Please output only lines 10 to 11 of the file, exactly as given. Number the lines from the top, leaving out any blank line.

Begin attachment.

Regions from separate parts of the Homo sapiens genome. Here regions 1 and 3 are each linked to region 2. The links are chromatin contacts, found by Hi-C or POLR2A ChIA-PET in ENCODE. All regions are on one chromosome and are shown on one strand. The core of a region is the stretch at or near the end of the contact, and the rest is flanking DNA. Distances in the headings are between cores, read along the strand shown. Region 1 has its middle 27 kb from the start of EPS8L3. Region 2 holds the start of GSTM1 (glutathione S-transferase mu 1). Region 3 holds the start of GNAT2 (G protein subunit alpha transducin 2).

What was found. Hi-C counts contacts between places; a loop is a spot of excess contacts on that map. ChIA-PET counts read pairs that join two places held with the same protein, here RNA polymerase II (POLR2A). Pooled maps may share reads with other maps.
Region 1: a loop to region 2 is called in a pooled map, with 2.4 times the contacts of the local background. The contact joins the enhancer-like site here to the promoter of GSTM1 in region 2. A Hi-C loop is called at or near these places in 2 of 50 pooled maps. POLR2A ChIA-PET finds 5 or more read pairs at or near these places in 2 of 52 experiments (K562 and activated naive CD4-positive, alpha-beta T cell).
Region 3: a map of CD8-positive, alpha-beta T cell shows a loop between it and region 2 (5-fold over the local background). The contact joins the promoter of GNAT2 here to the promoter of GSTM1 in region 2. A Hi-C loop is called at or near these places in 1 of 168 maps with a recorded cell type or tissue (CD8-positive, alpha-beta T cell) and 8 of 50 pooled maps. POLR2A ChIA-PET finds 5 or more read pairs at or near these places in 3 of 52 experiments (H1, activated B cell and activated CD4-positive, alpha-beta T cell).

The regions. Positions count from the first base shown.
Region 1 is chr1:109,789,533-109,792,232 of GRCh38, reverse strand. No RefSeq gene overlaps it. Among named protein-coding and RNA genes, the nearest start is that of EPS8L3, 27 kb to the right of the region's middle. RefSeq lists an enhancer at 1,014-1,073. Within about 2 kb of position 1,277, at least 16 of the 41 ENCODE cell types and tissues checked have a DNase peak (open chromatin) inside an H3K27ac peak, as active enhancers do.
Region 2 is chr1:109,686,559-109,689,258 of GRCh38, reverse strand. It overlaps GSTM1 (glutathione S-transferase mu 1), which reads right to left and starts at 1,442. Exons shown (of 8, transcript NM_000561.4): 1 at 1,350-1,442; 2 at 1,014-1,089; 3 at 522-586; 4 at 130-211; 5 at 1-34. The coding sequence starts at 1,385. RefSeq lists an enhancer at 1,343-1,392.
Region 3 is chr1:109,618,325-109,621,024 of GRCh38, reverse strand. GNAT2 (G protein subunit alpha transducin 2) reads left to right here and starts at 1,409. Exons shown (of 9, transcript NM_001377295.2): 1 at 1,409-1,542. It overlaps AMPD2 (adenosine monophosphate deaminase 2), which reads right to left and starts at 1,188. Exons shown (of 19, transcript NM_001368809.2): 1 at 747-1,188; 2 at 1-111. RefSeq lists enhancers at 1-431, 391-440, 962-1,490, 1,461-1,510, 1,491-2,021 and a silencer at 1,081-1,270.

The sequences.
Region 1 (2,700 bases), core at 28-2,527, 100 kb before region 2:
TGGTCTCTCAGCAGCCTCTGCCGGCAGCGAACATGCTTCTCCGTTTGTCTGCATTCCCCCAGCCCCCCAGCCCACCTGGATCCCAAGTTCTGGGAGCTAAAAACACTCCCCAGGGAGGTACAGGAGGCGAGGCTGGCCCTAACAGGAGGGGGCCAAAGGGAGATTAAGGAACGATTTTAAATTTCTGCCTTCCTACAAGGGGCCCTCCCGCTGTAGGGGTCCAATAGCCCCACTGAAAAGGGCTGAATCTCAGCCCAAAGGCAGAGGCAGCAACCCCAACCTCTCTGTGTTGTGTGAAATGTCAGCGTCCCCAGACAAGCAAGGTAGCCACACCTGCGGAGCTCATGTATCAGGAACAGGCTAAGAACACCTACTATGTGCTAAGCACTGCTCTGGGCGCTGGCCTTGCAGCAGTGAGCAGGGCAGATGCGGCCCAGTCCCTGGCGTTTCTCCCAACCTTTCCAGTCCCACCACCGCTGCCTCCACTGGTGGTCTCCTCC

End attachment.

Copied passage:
Region 1 (2,700 bases), core at 28-2,527, 100 kb before region 2:
TGGTCTCTCAGCAGCCTCTGCCGGCAGCGAACATGCTTCTCCGTTTGTCTGCATTCCCCCAGCCCCCCAGCCCACCTGGATCCCAAGTTCTGGGAGCTAAAAACACTCCCCAGGGAGGTACAGGAGGCGAGGCTGGCCCTAACAGGAGGGGGCCAAAGGGAGATTAAGGAACGATTTTAAATTTCTGCCTTCCTACAAGGGGCCCTCCCGCTGTAGGGGTCCAATAGCCCCACTGAAAAGGGCTGAATCTCAGCCCAAAGGCAGAGGCAGCAACCCCAACCTCTCTGTGTTGTGTGAAATGTCAGCGTCCCCAGACAAGCAAGGTAGCCACACCTGCGGAGCTCATGTATCAGGAACAGGCTAAGAACACCTACTATGTGCTAAGCACTGCTCTGGGCGCTGGCCTTGCAGCAGTGAGCAGGGCAGATGCGGCCCAGTCCCTGGCGTTTCTCCCAACCTTTCCAGTCCCACCACCGCTGCCTCCACTGGTGGTCTCCTCC